The Sussex County Council this week reviewed the County’s proposed $117.3 million budget for the 2015 fiscal year. The proposed budget is down by $400,000, nearly .3 percent, from the current year’s $117.7 million budget.
According to administrative officials, the decrease is mostly the result of reduced expenses in both the general and sewer fund portions of the budget, as projects including the new Greenwood Library and the first phase of the Sussex County Airport Runway 4-22 extension were paid for and completed in the current budget year.
The proposed budget keeps in place the County’s property tax rate of 44.5 cents per $100 of assessed value. The average County tax bill for a single-family home remains around $100 annually, not including school district taxes.
“We have to take a very conservative approach. We have developed budget with measured growth, because it must remain at a sustainable level. As a result, the budget revenues are increased by a modest level of 2 percent,” said County Administrator Todd Lawson.
“While the transfer tax trajectory is expected to continue to climb for the second year, we are only budgeting at $16 million. That revenue amount is $4 million below our forecasted amount but half of what it was in 2006.”
Lawson was joined by Finance Director Gina Jennings and Deputy Finance Director Kathy Roth in proposing the 2015 budget, for the fiscal year beginning July 1.
Proposed in next year’s budget are new sewer connection and service fees. Following an effort over the past few years to establish consistent pricing for public wastewater service, the County will begin phasing in a unified, one-time sewer connection fee for new users. Quarterly sewer service rates for existing and new customers — the County currently serves approximately 58,872 users — will increase by $8 in most cases; in one district, Long Neck, they will increase by $15.
In the 2015 fiscal year, many increases in building- and real estate-related revenues are projected, including a 30 percent increase in projected in deeds, with building permits anticipated to increase by 24 percent.
Lawson noted that foreclosures within the county have leveled off, which is an “indication of what’s happening in the market,” with a 50 percent reduction.
Lawson noted that, since 2009, the County has reduced its workforce by 10 percent, or 56 positions.
“What does that mean? From a cost perspective, the cost for employees decreased by $1.5 million,” said Lawson. “Less employees, less cost.”
Lawson said, however, that the County continues to feel the pressure to provide a high level of service to its residents. With that in mind, the 2015 budget recommends hiring five new fulltime employees and six new part-time employees.
He noted that the part-time employees would be used “as a model to really determine if the need exists,” adding that legacy costs don’t exist with part-time employees.
A 2 percent cost of living adjustment (COLA) for employees was also included in the draft budget. Other benefits, including health insurance, vacation, sick leave and holidays, remain intact, while a new 3 percent salary contribution plan for new hires after Jan. 1, 2014, would go into effect. The zero-contribution pension plan for employees on staff prior to Jan. 1 will remain in place.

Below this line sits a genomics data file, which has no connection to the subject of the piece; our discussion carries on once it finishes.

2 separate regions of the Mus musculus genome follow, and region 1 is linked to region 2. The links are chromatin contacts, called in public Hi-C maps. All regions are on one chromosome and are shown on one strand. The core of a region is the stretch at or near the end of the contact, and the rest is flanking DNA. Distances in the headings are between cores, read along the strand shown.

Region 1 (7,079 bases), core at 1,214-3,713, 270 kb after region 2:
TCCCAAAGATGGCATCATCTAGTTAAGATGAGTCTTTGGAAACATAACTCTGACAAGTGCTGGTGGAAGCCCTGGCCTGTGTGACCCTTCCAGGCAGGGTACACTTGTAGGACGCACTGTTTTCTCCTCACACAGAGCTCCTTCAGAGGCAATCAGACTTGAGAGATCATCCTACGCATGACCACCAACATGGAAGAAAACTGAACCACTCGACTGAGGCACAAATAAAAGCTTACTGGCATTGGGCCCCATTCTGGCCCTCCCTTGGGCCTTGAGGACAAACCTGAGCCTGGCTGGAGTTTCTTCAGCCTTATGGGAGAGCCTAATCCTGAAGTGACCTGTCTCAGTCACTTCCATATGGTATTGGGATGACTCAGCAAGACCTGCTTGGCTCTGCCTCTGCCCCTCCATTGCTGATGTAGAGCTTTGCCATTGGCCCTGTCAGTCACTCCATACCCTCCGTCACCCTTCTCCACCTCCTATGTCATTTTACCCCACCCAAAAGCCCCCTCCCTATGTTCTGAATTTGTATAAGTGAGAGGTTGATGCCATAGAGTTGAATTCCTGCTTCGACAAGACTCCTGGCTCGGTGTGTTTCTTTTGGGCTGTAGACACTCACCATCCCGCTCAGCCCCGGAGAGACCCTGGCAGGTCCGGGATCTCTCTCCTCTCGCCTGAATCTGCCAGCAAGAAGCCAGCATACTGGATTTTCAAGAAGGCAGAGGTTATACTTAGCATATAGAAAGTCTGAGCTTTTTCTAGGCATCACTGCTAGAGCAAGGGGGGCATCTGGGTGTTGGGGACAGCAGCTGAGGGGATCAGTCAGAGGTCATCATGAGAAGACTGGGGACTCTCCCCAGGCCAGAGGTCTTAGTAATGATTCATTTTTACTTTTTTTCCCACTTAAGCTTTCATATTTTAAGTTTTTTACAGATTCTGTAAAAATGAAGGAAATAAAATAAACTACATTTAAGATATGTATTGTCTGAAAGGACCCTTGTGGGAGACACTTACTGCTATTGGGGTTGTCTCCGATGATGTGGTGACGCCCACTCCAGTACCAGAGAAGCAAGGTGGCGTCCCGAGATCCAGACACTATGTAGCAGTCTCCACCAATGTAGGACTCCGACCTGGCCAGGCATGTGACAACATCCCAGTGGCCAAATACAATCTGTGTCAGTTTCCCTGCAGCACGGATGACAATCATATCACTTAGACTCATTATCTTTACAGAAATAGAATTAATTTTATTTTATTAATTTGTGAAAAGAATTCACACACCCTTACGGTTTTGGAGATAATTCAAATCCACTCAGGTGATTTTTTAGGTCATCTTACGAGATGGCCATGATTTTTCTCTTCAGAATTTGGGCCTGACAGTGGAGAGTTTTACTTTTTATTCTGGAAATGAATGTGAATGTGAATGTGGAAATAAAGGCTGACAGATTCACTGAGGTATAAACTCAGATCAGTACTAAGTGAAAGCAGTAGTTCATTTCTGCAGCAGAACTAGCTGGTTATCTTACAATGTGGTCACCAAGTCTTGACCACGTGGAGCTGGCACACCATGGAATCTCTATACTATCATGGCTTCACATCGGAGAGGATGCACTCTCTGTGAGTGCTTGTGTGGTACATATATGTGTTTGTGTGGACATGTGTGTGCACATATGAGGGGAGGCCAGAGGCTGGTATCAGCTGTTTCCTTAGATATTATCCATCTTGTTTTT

Councilman Vance Phillips said he was concerned that the County’s employees are due a raise “across the board.”
“We have asked more of our County employees… We are down 10 percent of our workforce from a peak,” he said. “The employees do excellent work. They are well paid on average. Our employees make good money. But when it comes to the COLA, I think it’s an unfair way to treat those on the lower scale of the salary level.”
Phillips said that he believes that employees making $20,000 probably need a raise more than those who have higher salaries.
“We need to think about this, maybe capping it at $1,000,” he said, “Reformulating, to give that money to those employees lower on the scale.”
While the overall budget is down, the general fund portion of the 2015 budget is expected to rise by 3.6 percent, or $1.8 million. That is due, in part, to an expected surplus later this year, as well as an expected increase in investment income, new assessments from new construction and a continued rise in building inspection fee collections.
The general fund portion of the budget pays for day-to-day operations and services offered by County government.
Other budgetary highlights include:
• Grants to fire companies, police departments, libraries and community groups are either maintained at current levels or increased in some cases. In the case of volunteer fire and ambulance companies, the County expects to distribute more than $3.4 million next year, up $100,000, thanks to an increase in building permit revenue;
• The inclusion of $230,000 in funding to continue the County’s efforts to digitize records, including a planned shift from paper to e-records for Planning & Zoning application cases and maps for online public inspection;
• Realty transfer taxes will continue to be the County’s largest source of income, with $16 million budgeted in the 2015 fiscal year, though the final collected amount — as it has been in 2014 — could run higher. Any revenue collected over that $16 million figure will be deposited directly into capital for future projects, officials said.
The Sussex County Council will hold a public hearing on the proposal during its 10 a.m. meeting on Tuesday, June 17. The public can comment in person on that date or submit comments through email at email@example.com. By law, the council must adopt a budget by June 30.
A copy of the proposed 2015 budget, as well as the accompanying budget presentation, can be downloaded from the County’s website at www.sussexcountyde.gov/county-budget.